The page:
"in the logic of English language usage the word 'war' is polysemic", so that one can talk of "the war against narcotrafficking", against crime or against terrorism.
This was the cue for predictable mirth, because Alonso seemed to be implying that guerra in Spanish requires armed hostilities between two nations, and that this was not the case in Afghanistan. If he was indeed saying that war has a semantic range denied to guerra, then he was clearly talking nonsense. The current RAE entry contains several metaphorical senses:
1. f. Desavenencia y rompimiento de la paz entre dos o más potencias.
2. f. Lucha armada entre dos o más naciones o entre bandos de una misma nación.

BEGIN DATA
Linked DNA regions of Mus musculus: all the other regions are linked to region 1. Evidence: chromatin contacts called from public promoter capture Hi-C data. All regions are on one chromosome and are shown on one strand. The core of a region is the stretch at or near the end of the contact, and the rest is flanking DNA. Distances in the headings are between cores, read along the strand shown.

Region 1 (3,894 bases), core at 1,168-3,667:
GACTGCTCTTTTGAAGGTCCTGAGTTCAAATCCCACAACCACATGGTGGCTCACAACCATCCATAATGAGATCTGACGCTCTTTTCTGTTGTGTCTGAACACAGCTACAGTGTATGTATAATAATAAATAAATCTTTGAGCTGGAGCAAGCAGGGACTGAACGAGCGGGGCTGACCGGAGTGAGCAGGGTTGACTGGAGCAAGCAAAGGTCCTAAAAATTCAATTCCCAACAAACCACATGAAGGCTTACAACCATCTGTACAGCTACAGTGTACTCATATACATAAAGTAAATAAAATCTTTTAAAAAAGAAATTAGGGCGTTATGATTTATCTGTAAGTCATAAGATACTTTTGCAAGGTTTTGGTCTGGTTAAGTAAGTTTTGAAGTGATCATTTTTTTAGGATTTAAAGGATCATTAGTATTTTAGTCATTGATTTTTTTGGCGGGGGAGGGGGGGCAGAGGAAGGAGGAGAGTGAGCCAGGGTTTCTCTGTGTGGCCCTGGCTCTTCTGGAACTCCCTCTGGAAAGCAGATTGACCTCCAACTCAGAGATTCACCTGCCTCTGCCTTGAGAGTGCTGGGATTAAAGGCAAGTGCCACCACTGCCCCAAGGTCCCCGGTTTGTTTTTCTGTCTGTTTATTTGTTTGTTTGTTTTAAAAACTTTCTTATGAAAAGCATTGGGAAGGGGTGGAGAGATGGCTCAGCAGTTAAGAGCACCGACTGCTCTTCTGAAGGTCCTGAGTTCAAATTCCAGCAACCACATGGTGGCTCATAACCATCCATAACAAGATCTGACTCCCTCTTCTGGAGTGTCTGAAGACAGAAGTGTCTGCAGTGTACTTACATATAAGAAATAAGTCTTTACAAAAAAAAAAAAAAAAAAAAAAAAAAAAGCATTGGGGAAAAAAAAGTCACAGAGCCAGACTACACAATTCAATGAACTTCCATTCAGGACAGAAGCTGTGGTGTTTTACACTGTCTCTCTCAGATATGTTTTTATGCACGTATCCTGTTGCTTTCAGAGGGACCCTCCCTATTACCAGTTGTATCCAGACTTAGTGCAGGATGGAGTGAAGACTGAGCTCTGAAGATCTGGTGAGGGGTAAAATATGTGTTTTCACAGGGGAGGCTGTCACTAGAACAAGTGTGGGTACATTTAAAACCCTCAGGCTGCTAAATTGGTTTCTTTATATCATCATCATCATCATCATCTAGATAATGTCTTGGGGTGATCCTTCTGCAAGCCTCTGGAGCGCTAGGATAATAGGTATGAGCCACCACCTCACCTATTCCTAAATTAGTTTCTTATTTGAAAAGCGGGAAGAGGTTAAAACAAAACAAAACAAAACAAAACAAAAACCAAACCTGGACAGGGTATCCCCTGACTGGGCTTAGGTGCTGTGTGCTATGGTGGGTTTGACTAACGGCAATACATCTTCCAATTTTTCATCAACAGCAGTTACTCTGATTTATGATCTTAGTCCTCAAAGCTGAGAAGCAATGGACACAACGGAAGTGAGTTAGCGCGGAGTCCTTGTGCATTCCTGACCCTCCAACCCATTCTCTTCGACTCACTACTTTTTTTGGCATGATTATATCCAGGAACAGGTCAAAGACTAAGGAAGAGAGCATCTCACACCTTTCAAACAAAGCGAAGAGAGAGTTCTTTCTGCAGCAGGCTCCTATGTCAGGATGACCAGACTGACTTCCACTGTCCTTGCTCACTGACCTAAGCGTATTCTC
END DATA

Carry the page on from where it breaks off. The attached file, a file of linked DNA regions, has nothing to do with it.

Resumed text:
3. f. pugna (‖ entre personas).
4. f. Lucha o combate, aunque sea en sentido moral.
5. f. Oposición de una cosa con otra.
Moreover, these uses are not fresh imports. The oldest Academy dictionary (1734) cites them, quoting Antonio Hurtado de Mendoza's Vida de Nuestra Señora:
Reverente, hermoso, humilde,
le aparece joven tierno,
fiel Ministro, à quien hacen
poca guerra los secrétos.
And the etymology given in the modern dictionary ("Del germ. *werra, pelea, discordia...") suggests that this wider interpretation may have always been available.
So what was Alonso and the PSOE's message? Surely not that, while the US went into Afghanistan prepared to take casualties in the interests of humanity and its geo-political objectives, Spain by insisting its forces were deployed in low-risk areas and by generally keeping them on-base wasn't prepared to make a similar sacrifice to achieve its worthy goals? If so, what will Morocco be thinking?
Thanks to JL. More political screwups of all colour welcome: as you will have noted, the PP is not exempt.